JavaScript 45 – bugs e gestione degli errori – 3

Continuo da qui, copio qui.

Gestione delle eccezioni
When a function cannot proceed normally, what we would like to do is just stop what we are doing and immediately jump back to a place that knows how to handle the problem. This is what exception handling does.

Exceptions are a mechanism that make it possible for code that runs into a problem to raise (or throw) an exception, which is simply a value. Raising an exception somewhat resembles a super-charged return from a function: it jumps out of not just the current function but also out of its callers, all the way down to the first call that started the current execution. This is called unwinding the stack. You may remember the stack of function calls that was mentioned in Chapter 3 [qui]. An exception zooms down this stack, throwing away all the call contexts it encounters.

If exceptions always zoomed right down to the bottom of the stack, they would not be of much use. They would just provide a novel way to blow up your program. Their power lies in the fact that you can set “obstacles” along the stack to catch the exception as it is zooming down. Then you can do something with it, after which the program continues running at the point where the exception was caught.

Here’s an example.
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function promptDirection(question) {
  var result = prompt(question, "");
  if (result.toLowerCase() == "left") return "L";
  if (result.toLowerCase() == "right") return "R";
  throw new Error("Invalid direction: " + result);
}

function look() {
  if (promptDirection("Which way?") == "L")
    return "a house";
  else
    return "two angry bears";
}

try {
  console.log("You see", look());
} catch (error) {
  console.log("Something went wrong: " + error);
}

The throw keyword is used to raise an exception. Catching one is done by wrapping a piece of code in a try block, followed by the keyword catch. When the code in the try block causes an exception to be raised, the catch block is evaluated. The variable name (in parentheses) after catch will be bound to the exception value. After the catch block finishes—or if the try block finishes without problems—control proceeds beneath the entire try/catch statement.

In this case, we used the Error constructor to create our exception value. This is a standard JavaScript constructor that creates an object with a message property. In modern JavaScript environments, instances of this constructor also gather information about the call stack that existed when the exception was created, a so-called stack trace. This information is stored in the stack property and can be helpful when trying to debug a problem: it tells us the precise function where the problem occurred and which other functions led up to the call that failed.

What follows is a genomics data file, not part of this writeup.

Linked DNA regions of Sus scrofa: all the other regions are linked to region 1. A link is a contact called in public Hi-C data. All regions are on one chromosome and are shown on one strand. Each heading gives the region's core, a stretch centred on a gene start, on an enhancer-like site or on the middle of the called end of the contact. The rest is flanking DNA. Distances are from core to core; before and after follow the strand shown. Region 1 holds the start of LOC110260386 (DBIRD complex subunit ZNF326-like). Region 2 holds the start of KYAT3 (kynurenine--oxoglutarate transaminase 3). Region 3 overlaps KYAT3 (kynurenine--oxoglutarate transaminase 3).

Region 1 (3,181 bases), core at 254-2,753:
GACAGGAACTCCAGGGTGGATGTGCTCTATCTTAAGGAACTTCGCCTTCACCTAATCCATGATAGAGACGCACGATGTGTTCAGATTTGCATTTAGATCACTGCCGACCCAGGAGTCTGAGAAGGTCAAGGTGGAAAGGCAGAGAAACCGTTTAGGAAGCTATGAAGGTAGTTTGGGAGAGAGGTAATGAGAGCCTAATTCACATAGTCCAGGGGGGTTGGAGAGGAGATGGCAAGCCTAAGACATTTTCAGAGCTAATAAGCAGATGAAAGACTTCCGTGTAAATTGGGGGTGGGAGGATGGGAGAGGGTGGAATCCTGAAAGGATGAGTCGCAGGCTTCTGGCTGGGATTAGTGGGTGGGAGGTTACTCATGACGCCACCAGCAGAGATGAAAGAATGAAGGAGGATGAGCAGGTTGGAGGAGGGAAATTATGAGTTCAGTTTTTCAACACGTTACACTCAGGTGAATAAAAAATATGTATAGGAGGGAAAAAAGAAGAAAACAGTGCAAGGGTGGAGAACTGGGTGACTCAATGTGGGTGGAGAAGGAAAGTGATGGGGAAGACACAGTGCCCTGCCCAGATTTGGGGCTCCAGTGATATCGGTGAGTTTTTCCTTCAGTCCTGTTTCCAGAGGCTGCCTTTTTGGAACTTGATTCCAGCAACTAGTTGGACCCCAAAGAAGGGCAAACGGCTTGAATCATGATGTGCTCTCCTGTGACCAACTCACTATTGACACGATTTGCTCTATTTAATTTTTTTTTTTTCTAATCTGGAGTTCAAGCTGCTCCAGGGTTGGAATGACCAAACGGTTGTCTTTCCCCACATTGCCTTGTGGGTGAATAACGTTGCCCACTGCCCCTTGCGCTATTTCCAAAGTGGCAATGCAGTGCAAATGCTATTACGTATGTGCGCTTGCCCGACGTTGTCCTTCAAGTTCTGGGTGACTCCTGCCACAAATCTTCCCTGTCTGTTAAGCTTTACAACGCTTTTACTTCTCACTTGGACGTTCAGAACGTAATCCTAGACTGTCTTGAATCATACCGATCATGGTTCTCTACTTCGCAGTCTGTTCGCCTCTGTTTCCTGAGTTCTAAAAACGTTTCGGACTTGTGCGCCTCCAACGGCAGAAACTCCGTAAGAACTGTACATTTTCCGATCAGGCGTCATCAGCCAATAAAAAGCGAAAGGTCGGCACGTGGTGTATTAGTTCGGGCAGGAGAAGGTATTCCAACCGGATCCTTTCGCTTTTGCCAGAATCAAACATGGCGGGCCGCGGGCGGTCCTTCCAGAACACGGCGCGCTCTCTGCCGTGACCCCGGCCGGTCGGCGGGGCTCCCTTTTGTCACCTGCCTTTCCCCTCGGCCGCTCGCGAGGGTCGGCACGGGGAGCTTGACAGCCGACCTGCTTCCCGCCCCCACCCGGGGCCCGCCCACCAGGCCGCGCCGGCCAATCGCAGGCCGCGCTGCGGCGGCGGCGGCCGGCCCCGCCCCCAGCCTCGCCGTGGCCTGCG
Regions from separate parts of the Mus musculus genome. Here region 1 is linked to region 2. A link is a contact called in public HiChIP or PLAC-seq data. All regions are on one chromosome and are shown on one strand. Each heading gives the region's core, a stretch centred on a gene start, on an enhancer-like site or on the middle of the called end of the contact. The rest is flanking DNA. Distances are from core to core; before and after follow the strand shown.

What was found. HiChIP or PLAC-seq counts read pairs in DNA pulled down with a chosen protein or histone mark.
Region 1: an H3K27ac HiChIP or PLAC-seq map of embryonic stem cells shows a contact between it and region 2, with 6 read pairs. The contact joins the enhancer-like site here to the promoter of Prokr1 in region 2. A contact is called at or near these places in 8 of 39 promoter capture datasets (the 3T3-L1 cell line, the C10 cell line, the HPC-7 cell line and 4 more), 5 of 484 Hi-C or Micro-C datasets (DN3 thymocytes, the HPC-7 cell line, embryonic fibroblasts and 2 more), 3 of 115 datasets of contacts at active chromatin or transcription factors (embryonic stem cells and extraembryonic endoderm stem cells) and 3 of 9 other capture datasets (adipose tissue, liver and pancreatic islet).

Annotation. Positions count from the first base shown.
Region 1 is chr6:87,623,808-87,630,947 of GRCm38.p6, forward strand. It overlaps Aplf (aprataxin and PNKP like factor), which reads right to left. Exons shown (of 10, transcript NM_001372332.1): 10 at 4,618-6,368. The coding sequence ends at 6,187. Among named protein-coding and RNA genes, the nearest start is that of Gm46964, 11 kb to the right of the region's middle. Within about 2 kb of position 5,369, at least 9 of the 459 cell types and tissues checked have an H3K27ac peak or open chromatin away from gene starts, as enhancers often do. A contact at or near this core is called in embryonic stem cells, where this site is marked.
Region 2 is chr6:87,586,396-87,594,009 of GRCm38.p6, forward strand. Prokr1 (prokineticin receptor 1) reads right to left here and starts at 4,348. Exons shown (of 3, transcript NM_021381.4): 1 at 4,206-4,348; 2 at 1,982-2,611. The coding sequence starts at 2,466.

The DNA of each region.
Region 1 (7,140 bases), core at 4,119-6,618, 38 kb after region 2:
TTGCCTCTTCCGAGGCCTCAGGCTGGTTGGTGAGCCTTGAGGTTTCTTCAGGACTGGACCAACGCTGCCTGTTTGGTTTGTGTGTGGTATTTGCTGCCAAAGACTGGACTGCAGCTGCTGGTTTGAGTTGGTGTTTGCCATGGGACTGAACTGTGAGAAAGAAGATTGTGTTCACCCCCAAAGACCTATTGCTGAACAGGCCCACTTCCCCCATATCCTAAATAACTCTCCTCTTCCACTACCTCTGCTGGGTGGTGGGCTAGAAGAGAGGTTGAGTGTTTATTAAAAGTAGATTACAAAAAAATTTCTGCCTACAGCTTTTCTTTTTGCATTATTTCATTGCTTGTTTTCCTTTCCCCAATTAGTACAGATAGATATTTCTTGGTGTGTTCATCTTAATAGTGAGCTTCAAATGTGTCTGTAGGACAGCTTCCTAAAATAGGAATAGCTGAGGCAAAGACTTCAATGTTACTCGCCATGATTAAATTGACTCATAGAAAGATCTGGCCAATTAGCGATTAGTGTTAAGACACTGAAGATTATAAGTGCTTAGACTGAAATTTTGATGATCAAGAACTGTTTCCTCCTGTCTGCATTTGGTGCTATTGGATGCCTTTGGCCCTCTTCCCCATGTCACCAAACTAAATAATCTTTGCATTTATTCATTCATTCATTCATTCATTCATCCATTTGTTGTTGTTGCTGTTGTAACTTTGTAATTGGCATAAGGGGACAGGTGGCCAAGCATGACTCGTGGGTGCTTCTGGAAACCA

Note that the function look completely ignores the possibility that promptDirection might go wrong. This is the big advantage of exceptions—error-handling code is necessary only at the point where the error occurs and at the point where it is handled. The functions in between can forget all about it.

Well, almost…

Ripristino (cleaning up) dopo un’eccezione
Consider the following situation: a function, withContext, wants to make sure that, during its execution, the top-level variable context holds a specific context value. After it finishes, it restores this variable to its old value.

var context = null;

function withContext(newContext, body) {
  var oldContext = context;
  context = newContext;
  var result = body();
  context = oldContext;
  return result;
}

What if body raises an exception? In that case, the call to withContext will be thrown off the stack by the exception, and context will never be set back to its old value.

There is one more feature that try statements have. They may be followed by a finally block either instead of or in addition to a catch block. A finally block means “No matter what happens, run this code after trying to run the code in the try block”. If a function has to clean something up, the cleanup code should usually be put into a finally block.

function withContext(newContext, body) {
  var oldContext = context;
  context = newContext;
  try {
    return body();
  } finally {
    context = oldContext;
  }
}

Note that we no longer have to store the result of body (which we want to return) in a variable. Even if we return directly from the try block, the finally block will be run. Now we can do this and be safe:

try {
  withContext(5, function() {
    if (context < 10)
      throw new Error("Not enough context!");
  });
} catch (e) {
  console.log("Ignoring: " + e);
}
// → Ignoring: Error: Not enough context!

console.log(context);
// → null

Raccolgo tutto nel file d8.js ed ecco:

var context = null;

function withContext(newContext, body) {
  var oldContext = context;
  context = newContext;
  try {
    return body();
  } finally {
    context = oldContext;
  }
}

try {
  withContext(5, function() {
    if (context < 10)
      throw new Error("Not enough context!");
  });
} catch (e) {
  console.log("Ignoring: " + e);
}

console.log(context);

Even though the function called from withContext exploded, withContext itself still properly cleaned up the context variable.

:mrgreen:

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